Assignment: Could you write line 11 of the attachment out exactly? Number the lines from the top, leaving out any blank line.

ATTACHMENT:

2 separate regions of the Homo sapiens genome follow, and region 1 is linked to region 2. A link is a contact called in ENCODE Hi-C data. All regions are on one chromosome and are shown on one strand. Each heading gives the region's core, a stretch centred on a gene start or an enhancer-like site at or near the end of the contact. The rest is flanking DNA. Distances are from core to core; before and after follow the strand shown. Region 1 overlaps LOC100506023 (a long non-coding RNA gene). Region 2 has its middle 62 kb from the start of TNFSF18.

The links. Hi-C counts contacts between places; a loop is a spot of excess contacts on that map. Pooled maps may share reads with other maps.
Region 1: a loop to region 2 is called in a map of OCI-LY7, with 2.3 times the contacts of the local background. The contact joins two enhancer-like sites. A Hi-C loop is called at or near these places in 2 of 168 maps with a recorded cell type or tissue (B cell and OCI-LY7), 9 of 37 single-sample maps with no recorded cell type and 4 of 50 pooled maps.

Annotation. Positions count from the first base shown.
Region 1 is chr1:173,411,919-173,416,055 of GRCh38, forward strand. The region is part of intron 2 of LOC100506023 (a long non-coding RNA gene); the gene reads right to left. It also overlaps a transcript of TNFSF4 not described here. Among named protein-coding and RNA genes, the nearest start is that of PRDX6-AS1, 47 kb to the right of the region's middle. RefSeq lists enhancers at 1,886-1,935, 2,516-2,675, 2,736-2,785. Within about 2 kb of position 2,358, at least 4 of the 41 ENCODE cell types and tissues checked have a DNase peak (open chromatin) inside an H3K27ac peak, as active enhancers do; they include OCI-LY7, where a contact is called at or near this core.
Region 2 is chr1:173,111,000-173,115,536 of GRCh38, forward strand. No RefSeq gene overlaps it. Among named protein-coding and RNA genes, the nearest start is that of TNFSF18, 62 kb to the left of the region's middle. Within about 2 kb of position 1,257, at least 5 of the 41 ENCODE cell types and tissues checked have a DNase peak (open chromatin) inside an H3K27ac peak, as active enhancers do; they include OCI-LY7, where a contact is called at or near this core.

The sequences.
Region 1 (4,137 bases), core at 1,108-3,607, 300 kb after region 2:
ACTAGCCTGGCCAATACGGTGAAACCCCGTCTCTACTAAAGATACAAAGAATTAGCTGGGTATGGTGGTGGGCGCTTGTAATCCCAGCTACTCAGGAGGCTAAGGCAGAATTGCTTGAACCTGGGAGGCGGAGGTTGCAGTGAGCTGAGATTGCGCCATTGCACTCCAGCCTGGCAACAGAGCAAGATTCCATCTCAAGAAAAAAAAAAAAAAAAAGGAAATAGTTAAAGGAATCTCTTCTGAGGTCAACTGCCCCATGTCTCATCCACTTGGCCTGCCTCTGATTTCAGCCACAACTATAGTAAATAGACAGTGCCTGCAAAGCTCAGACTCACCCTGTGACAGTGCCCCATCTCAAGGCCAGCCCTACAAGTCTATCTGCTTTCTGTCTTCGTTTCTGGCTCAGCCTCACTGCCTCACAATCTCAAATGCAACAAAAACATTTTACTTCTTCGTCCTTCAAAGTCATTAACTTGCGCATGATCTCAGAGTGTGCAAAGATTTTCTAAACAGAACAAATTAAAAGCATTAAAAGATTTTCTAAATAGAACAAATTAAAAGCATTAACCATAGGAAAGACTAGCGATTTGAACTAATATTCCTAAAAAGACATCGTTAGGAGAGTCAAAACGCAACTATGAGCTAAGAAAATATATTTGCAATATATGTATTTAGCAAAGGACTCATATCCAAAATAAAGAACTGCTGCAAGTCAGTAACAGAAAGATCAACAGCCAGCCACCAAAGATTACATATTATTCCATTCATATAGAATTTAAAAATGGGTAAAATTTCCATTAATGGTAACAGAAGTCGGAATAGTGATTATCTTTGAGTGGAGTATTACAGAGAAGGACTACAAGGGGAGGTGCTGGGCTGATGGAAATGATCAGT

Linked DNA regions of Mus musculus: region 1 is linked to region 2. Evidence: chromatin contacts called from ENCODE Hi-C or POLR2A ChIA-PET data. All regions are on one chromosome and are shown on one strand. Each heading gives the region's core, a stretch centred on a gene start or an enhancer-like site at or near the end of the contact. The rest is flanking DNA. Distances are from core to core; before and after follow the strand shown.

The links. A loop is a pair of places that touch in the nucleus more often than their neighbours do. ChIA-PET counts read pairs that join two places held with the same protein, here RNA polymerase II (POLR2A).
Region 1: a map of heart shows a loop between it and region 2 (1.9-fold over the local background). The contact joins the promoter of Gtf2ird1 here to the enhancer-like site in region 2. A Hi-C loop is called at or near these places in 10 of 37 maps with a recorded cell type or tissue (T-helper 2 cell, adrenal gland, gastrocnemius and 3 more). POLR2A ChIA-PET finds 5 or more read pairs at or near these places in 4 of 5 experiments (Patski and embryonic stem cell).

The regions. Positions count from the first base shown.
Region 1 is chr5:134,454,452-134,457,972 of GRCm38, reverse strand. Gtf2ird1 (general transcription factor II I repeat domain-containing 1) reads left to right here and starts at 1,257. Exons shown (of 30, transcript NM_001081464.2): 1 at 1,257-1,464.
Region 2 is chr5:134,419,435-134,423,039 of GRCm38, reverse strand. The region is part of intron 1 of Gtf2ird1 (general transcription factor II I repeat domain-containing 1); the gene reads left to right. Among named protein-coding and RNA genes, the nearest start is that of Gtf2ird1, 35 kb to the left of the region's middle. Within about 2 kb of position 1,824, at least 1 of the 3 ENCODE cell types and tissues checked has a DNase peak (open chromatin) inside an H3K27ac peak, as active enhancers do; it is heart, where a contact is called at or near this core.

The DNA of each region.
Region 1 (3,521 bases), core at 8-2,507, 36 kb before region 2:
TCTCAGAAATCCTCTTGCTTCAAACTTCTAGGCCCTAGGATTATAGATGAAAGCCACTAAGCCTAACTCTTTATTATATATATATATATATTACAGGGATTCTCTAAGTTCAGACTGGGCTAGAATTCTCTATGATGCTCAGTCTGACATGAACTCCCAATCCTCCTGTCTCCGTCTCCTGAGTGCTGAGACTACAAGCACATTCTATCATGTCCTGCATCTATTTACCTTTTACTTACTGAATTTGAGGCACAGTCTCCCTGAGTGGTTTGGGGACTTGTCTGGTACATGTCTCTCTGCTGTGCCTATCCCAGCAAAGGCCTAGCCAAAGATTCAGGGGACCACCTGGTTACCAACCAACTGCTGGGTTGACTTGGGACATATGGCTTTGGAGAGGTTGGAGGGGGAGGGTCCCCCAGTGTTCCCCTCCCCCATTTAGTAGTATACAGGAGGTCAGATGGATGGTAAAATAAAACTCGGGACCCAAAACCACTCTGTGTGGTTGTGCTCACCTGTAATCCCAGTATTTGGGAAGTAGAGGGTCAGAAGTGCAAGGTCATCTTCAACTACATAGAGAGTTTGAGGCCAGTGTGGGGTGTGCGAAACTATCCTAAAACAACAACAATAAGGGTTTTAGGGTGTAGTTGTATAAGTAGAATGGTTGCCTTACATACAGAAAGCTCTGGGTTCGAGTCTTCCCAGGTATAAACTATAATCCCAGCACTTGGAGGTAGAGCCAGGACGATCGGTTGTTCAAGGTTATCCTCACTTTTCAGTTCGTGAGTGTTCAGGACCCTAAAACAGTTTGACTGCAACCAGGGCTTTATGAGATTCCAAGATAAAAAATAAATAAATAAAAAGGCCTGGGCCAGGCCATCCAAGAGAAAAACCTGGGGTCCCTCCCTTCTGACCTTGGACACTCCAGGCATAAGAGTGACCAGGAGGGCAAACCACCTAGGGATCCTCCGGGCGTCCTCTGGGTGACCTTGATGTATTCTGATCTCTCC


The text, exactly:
The links. A loop is a pair of places that touch in the nucleus more often than their neighbours do. ChIA-PET counts read pairs that join two places held with the same protein, here RNA polymerase II (POLR2A).